Once a year I go bonkers… I swap my latest exotic, comfortable wheels (currently my wonderful Bentley Continental GT) for 24 hours in a Citroen 2CV in yet another pathetic attempt at promoting my latest book-du-jour. For those of you who have spent the last 12 months on Mars, it is my third Roy Grace novel Not Dead Enough, a gripping tale of kinky sex slayings and possible (or not) identity theft… And the brilliant news is that after just three days of being on sale it has gone into the Sunday Times Top Ten at No 7. Yeah – proving the power of a 2CV!!!


The Germans call the 2CV Citroens “ducks”. And good weather for ducks it was, the last bank holiday weekend. It rained for all 24 hours of the race (as the pictures show!).


The 24 hour race, a kind of poor-man’s Le Mans (Big Thrills, Cheap Bills) takes place annually at Snetterton race track in Norfolk. It was playwright Noel Coward, who once famously said, when asked what his weekend in Norfolk had been like, “Very flat, Norfolk.” He also made a wonderful comment after returning from India, when he was asked what he thought of the country: “Fucking awful – and vice versa.”

A local I talked to recently told me that Norfolk people say there are two kinds of weather in their county: Either it is raining – or it is about to rain…


Despite the inhospitable climate, we are improving in our racing results. Two years ago we finished 24th. Last year 23rd. And this year we were up in the top 10 when I blew up an engine at 5am and had to come back in, losing us a precious 20 minutes, resulting in us finishing 14th. We had a much better car this year, buying Rocket Dog, which came 2nd in last year’s championship.

My team-mates in our two-car team included my mate, Peter Rigg, the co-owner of my car, Birmingham barrister, Mark Heywood, property developer Nick Jacobs, who is a serious racing driver yet enjoys this event hugely, and Sir Aubrey Brocklebank, whose uncle back in the 1920s actually manufactured a luxurious 4-seater saloon to rival any car on the road, called The Brocklebank.


I’m constantly asked why I take part in this mad and dangerous sport. Good question. Immediate answer is that I’m a tart as far as publicity for my books go! And hey, little can rival the adrenalin rush of getting out of a bunk in a motorhome at 3am, downing a bowl of porridge and then getting strapped into the seat of a race car at 4am and driving into dawn – secure in the knowledge as the advertising stickers fly by the onlookers on each lap that, as I often say, death is a great career move for an author…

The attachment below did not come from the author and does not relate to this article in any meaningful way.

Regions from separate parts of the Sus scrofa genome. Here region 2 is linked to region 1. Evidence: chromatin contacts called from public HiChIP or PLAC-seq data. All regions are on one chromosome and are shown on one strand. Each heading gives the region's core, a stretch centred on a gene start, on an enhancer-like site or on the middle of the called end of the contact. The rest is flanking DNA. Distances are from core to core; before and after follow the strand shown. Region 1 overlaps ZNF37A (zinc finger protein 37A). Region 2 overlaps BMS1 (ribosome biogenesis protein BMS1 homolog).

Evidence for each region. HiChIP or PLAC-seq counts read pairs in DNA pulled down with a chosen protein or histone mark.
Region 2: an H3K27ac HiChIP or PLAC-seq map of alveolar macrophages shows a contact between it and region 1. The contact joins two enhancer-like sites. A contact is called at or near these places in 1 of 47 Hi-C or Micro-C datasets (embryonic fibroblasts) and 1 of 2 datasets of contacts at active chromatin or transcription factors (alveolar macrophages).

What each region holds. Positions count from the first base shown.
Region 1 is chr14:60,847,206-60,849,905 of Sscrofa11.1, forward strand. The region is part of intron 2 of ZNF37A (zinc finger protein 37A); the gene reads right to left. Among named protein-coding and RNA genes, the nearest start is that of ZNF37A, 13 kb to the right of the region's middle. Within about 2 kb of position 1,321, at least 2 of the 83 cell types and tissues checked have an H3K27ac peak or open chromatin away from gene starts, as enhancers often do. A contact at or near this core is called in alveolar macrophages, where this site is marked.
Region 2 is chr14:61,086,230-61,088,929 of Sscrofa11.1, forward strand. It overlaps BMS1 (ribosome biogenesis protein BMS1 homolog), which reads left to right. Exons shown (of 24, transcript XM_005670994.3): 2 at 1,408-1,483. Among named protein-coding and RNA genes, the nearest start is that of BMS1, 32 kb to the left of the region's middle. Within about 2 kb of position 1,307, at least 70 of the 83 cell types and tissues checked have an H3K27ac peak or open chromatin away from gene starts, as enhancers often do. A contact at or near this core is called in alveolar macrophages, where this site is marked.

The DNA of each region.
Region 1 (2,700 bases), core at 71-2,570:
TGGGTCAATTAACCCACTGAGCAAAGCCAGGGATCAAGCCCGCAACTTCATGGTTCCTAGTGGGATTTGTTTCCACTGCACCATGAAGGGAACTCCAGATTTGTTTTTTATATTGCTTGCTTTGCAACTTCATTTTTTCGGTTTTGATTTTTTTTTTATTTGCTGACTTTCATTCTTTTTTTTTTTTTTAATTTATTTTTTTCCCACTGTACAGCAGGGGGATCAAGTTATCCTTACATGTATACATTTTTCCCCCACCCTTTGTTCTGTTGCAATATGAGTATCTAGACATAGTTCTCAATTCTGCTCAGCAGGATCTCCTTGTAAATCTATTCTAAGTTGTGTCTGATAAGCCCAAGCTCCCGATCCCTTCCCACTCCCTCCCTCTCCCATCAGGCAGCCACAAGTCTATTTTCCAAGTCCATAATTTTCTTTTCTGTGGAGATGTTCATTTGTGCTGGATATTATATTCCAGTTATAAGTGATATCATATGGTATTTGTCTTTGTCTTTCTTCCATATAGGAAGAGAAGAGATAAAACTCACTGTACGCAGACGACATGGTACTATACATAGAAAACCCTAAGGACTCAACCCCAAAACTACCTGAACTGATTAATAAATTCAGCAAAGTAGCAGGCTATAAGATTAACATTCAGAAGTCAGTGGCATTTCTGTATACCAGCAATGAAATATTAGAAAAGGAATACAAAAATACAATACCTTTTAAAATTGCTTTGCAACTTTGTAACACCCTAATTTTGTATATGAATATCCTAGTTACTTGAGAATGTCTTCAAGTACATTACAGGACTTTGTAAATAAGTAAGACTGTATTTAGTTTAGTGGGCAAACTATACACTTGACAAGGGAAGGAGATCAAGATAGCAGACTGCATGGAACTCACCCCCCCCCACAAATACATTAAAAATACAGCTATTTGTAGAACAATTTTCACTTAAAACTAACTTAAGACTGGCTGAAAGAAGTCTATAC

And as for danger – well – touch wood in the past three 24 hour races there have been no serious injuries. But a few years back the driver of a 2CV in a race was tragically killed when he rolled the car. His arm came out of the window and was sheared off. Now we have our window partially sealed up to try to guard against this happening in the (hopefully unlikely) event of a roll.

In 1948 when the 2CV Citroen first appeared, as France’s answer to the Volkswagen Beetle, with a top speed of 48 mph and air suspension to cope with that county’s appalling roads, the French government offered a prize of 10k in today’s money to anyone who could roll one over on a flat surface. Well, a few weeks ago at Brands Hatch, Andre Severs, racing our sister car in our team, was entering the fastest curve on the circuit, Paddocks, when his bonnet flew up. He went into the gravel, rolled end-over-end three times and then did two barrel rolls for a finale… The car raced at Snetterton with a shiny new roof. And poor Andre, who so kindly does the posters of my books affixed to the cars each year has a very sore back – and no cheque from Monsieur le Grenouille!